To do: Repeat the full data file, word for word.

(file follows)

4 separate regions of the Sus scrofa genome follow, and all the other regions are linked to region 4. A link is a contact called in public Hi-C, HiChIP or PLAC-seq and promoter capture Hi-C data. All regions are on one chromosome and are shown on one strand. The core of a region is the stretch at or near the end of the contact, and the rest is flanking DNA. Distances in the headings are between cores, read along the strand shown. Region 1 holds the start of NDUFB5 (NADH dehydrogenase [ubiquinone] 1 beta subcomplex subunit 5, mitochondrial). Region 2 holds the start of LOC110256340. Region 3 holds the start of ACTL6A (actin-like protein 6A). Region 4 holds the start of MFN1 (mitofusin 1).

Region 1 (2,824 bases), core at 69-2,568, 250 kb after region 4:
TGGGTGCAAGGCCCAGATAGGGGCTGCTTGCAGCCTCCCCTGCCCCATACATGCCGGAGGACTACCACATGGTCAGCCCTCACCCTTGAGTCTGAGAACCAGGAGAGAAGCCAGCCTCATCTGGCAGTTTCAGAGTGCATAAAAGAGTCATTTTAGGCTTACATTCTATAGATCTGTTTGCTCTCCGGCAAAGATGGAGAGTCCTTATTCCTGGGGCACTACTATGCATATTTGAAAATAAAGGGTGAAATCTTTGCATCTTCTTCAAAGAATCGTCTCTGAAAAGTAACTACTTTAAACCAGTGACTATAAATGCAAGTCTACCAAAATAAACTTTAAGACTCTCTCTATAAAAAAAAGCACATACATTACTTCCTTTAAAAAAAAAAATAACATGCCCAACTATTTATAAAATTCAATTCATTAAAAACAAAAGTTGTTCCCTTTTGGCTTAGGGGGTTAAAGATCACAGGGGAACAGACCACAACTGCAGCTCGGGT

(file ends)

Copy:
4 separate regions of the Sus scrofa genome follow, and all the other regions are linked to region 4. A link is a contact called in public Hi-C, HiChIP or PLAC-seq and promoter capture Hi-C data. All regions are on one chromosome and are shown on one strand. The core of a region is the stretch at or near the end of the contact, and the rest is flanking DNA. Distances in the headings are between cores, read along the strand shown. Region 1 holds the start of NDUFB5 (NADH dehydrogenase [ubiquinone] 1 beta subcomplex subunit 5, mitochondrial). Region 2 holds the start of LOC110256340. Region 3 holds the start of ACTL6A (actin-like protein 6A). Region 4 holds the start of MFN1 (mitofusin 1).

Region 1 (2,824 bases), core at 69-2,568, 250 kb after region 4:
TGGGTGCAAGGCCCAGATAGGGGCTGCTTGCAGCCTCCCCTGCCCCATACATGCCGGAGGACTACCACATGGTCAGCCCTCACCCTTGAGTCTGAGAACCAGGAGAGAAGCCAGCCTCATCTGGCAGTTTCAGAGTGCATAAAAGAGTCATTTTAGGCTTACATTCTATAGATCTGTTTGCTCTCCGGCAAAGATGGAGAGTCCTTATTCCTGGGGCACTACTATGCATATTTGAAAATAAAGGGTGAAATCTTTGCATCTTCTTCAAAGAATCGTCTCTGAAAAGTAACTACTTTAAACCAGTGACTATAAATGCAAGTCTACCAAAATAAACTTTAAGACTCTCTCTATAAAAAAAAGCACATACATTACTTCCTTTAAAAAAAAAAATAACATGCCCAACTATTTATAAAATTCAATTCATTAAAAACAAAAGTTGTTCCCTTTTGGCTTAGGGGGTTAAAGATCACAGGGGAACAGACCACAACTGCAGCTCGGGT